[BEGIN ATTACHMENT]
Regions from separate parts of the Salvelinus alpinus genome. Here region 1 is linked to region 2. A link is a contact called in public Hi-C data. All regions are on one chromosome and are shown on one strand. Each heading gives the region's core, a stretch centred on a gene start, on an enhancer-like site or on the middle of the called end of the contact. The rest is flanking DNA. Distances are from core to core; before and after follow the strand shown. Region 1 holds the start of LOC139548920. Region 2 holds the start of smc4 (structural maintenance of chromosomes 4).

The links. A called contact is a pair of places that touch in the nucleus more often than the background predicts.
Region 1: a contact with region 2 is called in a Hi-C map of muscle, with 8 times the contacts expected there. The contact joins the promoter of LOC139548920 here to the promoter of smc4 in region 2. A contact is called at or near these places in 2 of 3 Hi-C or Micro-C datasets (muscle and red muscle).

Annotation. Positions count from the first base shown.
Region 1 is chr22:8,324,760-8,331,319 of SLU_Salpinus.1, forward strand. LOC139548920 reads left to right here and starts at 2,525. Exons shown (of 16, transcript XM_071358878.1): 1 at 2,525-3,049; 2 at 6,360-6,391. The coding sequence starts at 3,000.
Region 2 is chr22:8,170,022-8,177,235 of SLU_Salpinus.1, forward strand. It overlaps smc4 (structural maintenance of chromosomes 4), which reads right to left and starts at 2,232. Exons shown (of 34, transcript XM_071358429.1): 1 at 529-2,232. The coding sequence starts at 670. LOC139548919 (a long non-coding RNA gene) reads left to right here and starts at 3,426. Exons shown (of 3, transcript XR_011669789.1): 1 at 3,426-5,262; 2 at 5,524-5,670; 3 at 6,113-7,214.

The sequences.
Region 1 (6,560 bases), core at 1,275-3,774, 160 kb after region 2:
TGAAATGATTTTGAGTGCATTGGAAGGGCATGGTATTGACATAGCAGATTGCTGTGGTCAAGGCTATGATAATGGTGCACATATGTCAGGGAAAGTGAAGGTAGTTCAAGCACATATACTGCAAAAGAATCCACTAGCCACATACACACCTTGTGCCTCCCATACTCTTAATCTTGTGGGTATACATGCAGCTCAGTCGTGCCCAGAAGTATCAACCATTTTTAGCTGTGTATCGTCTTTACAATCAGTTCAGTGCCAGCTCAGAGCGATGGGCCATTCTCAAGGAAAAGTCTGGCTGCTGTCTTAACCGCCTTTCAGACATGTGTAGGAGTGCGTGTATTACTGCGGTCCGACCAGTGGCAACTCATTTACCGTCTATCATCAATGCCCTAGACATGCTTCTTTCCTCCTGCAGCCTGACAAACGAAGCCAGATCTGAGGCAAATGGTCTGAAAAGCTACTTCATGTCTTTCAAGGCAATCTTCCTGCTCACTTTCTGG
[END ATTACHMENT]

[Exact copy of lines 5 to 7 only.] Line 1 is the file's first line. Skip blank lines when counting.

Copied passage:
Region 1 is chr22:8,324,760-8,331,319 of SLU_Salpinus.1, forward strand. LOC139548920 reads left to right here and starts at 2,525. Exons shown (of 16, transcript XM_071358878.1): 1 at 2,525-3,049; 2 at 6,360-6,391. The coding sequence starts at 3,000.
Region 2 is chr22:8,170,022-8,177,235 of SLU_Salpinus.1, forward strand. It overlaps smc4 (structural maintenance of chromosomes 4), which reads right to left and starts at 2,232. Exons shown (of 34, transcript XM_071358429.1): 1 at 529-2,232. The coding sequence starts at 670. LOC139548919 (a long non-coding RNA gene) reads left to right here and starts at 3,426. Exons shown (of 3, transcript XR_011669789.1): 1 at 3,426-5,262; 2 at 5,524-5,670; 3 at 6,113-7,214.

The sequences.